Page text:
“A lot of work has gone into this product and it has been carefully crafted and designed in terms of its size, colour and texture,” says Craige Fleischer, Director of Integrated Mobility at Samsung Electronics South Africa. “Ultimately, we hope more people will come to appreciate the Samsung and Galaxy brand through our fresh approach to a well-known product and via this special edition’s emotional appeal.”
One of the most striking aspects of the phone, its rich black body, turns out to have been carefully thought through not only as a design element, but also as a metaphor.
“Samsung aimed to find a unique black hue for the Injustice Edition,” according to an explanation provided by the manufacturer. “Black encompasses the whole body, including the metal frame, unlike the standard Black Onyx version of the S7 edge. This matt-finish black represents Batman’s suit. Gold, on the other hand, was applied on the logo, edge of the home button and rear camera to make these stand out. A number of image samples were examined for the Batman logo on the back, with consideration given to size and dimension.”
Even the special edition’s Gear VR and phone case that comes in the box were part of this metaphor:
“The phone case is a reinterpretation of Batman’s suit and an effort was made to visualise this in a metaphorical sense, rather than make it too obvious. We chose a material that is both comfortable to grip and durable, but that also maximises the matt texture. The case needed to combine great aesthetics and optimum protection.”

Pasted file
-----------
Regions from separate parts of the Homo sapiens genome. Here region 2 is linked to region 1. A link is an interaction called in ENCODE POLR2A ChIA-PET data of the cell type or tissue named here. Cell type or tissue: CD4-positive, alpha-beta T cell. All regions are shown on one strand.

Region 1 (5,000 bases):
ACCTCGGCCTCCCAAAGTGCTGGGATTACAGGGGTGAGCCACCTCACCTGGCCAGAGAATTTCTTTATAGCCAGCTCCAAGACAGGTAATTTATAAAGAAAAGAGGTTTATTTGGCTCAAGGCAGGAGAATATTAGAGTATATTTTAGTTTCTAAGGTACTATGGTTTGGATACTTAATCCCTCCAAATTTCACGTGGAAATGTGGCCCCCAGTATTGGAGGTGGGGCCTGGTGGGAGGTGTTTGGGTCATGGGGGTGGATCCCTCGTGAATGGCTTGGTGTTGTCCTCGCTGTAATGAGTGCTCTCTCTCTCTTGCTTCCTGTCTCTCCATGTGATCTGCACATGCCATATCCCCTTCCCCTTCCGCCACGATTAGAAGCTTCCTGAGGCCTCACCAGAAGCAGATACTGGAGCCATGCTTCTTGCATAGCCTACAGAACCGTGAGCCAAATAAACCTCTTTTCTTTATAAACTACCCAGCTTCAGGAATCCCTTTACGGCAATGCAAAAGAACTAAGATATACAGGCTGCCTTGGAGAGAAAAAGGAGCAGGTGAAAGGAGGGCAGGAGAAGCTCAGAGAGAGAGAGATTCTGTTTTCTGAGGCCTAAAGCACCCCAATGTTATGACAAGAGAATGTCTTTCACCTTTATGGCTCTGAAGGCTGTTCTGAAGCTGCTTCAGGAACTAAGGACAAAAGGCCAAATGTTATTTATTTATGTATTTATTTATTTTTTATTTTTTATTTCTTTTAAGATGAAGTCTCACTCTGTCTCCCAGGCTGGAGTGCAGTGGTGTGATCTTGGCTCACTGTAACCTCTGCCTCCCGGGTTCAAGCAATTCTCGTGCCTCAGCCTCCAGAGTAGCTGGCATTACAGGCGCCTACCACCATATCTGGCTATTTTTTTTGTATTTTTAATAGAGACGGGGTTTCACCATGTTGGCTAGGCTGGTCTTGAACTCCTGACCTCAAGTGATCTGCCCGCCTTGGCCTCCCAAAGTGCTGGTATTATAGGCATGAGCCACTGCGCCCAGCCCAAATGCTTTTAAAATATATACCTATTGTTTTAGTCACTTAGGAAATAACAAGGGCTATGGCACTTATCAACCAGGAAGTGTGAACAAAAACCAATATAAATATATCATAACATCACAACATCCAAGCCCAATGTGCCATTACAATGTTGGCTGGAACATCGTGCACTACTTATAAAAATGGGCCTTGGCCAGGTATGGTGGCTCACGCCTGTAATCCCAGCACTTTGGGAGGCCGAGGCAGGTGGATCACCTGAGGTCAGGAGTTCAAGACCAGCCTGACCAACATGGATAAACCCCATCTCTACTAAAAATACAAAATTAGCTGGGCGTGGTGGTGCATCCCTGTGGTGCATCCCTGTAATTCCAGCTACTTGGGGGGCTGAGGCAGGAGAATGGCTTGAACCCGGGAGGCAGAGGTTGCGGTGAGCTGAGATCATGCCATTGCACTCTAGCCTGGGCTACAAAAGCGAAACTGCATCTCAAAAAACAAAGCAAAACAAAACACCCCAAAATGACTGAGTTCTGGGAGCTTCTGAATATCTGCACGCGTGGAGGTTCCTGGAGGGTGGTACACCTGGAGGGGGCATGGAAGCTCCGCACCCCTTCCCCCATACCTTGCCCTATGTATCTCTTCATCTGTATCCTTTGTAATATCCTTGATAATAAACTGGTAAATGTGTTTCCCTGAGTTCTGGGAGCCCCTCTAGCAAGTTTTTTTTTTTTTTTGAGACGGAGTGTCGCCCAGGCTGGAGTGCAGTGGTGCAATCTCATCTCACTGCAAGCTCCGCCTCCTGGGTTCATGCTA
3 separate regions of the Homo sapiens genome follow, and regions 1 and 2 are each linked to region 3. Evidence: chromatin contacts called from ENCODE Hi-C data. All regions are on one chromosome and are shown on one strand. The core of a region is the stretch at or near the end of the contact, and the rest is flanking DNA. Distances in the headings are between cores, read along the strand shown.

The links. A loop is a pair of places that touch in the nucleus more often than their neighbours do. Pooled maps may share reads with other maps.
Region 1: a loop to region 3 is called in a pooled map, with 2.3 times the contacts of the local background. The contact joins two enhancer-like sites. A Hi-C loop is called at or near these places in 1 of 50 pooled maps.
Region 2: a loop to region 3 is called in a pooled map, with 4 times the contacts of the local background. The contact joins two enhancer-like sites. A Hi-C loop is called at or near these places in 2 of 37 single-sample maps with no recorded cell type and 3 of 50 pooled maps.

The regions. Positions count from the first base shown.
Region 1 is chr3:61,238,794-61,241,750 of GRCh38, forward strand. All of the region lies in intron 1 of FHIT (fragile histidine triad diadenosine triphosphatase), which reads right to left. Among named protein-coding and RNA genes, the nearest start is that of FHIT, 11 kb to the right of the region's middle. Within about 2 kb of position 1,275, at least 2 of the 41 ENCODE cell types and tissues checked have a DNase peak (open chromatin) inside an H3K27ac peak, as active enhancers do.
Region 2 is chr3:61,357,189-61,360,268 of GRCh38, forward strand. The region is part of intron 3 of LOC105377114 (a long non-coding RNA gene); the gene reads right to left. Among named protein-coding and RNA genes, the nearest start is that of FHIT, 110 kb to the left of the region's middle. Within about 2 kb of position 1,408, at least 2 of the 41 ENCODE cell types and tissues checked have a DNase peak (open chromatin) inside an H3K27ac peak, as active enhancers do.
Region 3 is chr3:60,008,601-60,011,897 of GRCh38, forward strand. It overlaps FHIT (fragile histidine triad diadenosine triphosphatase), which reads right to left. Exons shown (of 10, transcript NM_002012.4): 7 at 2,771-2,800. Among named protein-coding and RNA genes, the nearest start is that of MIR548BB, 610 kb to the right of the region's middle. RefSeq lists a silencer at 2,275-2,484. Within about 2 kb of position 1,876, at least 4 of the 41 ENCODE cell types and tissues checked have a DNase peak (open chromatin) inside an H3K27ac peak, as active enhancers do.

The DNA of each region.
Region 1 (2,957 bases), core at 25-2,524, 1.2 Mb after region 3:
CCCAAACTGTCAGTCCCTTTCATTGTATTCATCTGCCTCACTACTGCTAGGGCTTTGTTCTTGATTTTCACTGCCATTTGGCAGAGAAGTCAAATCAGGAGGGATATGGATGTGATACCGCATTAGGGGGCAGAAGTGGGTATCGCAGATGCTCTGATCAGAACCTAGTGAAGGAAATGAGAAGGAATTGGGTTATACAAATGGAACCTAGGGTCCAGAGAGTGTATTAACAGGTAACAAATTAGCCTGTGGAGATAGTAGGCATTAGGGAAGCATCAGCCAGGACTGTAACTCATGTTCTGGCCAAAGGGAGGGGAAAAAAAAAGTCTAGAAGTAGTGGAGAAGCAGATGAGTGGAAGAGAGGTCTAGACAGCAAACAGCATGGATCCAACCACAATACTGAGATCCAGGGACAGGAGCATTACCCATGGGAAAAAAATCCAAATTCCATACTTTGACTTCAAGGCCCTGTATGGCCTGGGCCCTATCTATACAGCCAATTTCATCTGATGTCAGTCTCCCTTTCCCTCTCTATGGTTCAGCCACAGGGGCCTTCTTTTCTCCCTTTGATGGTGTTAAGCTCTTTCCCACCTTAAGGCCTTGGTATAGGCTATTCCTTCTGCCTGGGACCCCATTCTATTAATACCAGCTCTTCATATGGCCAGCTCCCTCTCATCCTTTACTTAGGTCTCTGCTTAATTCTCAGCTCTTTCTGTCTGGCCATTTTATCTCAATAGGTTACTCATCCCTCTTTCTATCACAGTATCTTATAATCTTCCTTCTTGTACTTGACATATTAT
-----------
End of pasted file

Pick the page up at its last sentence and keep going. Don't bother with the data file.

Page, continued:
While the overall package and design makes a powerful impact, it is the finer touches that count. For example, the Apps icon, behind which users can find their non-Samsung apps, is a stylised version of the Batman mask, in gold against a grey background.
The one jarring experience comes when non-Samsung apps are brought onto the main screens: their colours clash violently with the gold, grey and black colour scheme that helps give the phone such style. There is a solution, however: when apps are grouped together into folders on the home screens, the folders themselves adopt the gold-and-black look, and don’t look out of place.
Normally, the practical and pragmatic approach would be to ditch the style imperative, and simply stick WhatsApp, Gmail and the like on the home screen in all their colour-clashing glory.